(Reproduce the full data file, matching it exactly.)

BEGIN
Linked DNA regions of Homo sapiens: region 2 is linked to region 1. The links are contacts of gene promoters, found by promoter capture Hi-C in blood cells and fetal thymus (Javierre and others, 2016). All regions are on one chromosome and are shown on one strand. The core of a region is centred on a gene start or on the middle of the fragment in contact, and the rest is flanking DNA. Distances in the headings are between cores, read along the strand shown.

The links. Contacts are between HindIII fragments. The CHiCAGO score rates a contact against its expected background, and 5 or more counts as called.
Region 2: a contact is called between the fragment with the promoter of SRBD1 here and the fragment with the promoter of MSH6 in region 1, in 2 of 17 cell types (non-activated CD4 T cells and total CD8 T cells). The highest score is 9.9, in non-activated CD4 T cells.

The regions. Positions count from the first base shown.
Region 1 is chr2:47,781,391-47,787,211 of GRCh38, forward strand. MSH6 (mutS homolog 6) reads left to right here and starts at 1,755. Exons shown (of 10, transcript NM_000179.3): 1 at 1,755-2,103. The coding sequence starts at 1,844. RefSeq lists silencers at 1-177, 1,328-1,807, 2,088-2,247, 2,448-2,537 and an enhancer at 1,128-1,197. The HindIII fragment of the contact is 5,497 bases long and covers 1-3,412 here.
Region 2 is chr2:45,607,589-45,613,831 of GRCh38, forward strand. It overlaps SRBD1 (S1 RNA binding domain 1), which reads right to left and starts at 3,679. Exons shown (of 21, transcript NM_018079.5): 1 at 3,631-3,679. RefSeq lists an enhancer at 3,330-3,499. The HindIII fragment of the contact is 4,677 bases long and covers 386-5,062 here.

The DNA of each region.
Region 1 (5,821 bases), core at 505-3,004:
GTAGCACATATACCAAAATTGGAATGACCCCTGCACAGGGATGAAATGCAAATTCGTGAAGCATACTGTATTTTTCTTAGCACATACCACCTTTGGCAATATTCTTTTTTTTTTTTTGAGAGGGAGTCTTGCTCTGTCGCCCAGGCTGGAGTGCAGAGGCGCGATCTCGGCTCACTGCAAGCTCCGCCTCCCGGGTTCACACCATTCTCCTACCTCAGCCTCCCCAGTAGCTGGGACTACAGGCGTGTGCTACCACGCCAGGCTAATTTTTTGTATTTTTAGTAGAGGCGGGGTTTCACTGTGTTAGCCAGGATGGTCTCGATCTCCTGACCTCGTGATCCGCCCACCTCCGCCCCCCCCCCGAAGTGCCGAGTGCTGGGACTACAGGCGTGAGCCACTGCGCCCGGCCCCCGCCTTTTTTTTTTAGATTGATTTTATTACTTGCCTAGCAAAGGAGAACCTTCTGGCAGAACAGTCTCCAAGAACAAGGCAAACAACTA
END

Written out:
Linked DNA regions of Homo sapiens: region 2 is linked to region 1. The links are contacts of gene promoters, found by promoter capture Hi-C in blood cells and fetal thymus (Javierre and others, 2016). All regions are on one chromosome and are shown on one strand. The core of a region is centred on a gene start or on the middle of the fragment in contact, and the rest is flanking DNA. Distances in the headings are between cores, read along the strand shown.

The links. Contacts are between HindIII fragments. The CHiCAGO score rates a contact against its expected background, and 5 or more counts as called.
Region 2: a contact is called between the fragment with the promoter of SRBD1 here and the fragment with the promoter of MSH6 in region 1, in 2 of 17 cell types (non-activated CD4 T cells and total CD8 T cells). The highest score is 9.9, in non-activated CD4 T cells.

The regions. Positions count from the first base shown.
Region 1 is chr2:47,781,391-47,787,211 of GRCh38, forward strand. MSH6 (mutS homolog 6) reads left to right here and starts at 1,755. Exons shown (of 10, transcript NM_000179.3): 1 at 1,755-2,103. The coding sequence starts at 1,844. RefSeq lists silencers at 1-177, 1,328-1,807, 2,088-2,247, 2,448-2,537 and an enhancer at 1,128-1,197. The HindIII fragment of the contact is 5,497 bases long and covers 1-3,412 here.
Region 2 is chr2:45,607,589-45,613,831 of GRCh38, forward strand. It overlaps SRBD1 (S1 RNA binding domain 1), which reads right to left and starts at 3,679. Exons shown (of 21, transcript NM_018079.5): 1 at 3,631-3,679. RefSeq lists an enhancer at 3,330-3,499. The HindIII fragment of the contact is 4,677 bases long and covers 386-5,062 here.

The DNA of each region.
Region 1 (5,821 bases), core at 505-3,004:
GTAGCACATATACCAAAATTGGAATGACCCCTGCACAGGGATGAAATGCAAATTCGTGAAGCATACTGTATTTTTCTTAGCACATACCACCTTTGGCAATATTCTTTTTTTTTTTTTGAGAGGGAGTCTTGCTCTGTCGCCCAGGCTGGAGTGCAGAGGCGCGATCTCGGCTCACTGCAAGCTCCGCCTCCCGGGTTCACACCATTCTCCTACCTCAGCCTCCCCAGTAGCTGGGACTACAGGCGTGTGCTACCACGCCAGGCTAATTTTTTGTATTTTTAGTAGAGGCGGGGTTTCACTGTGTTAGCCAGGATGGTCTCGATCTCCTGACCTCGTGATCCGCCCACCTCCGCCCCCCCCCCGAAGTGCCGAGTGCTGGGACTACAGGCGTGAGCCACTGCGCCCGGCCCCCGCCTTTTTTTTTTAGATTGATTTTATTACTTGCCTAGCAAAGGAGAACCTTCTGGCAGAACAGTCTCCAAGAACAAGGCAAACAACTA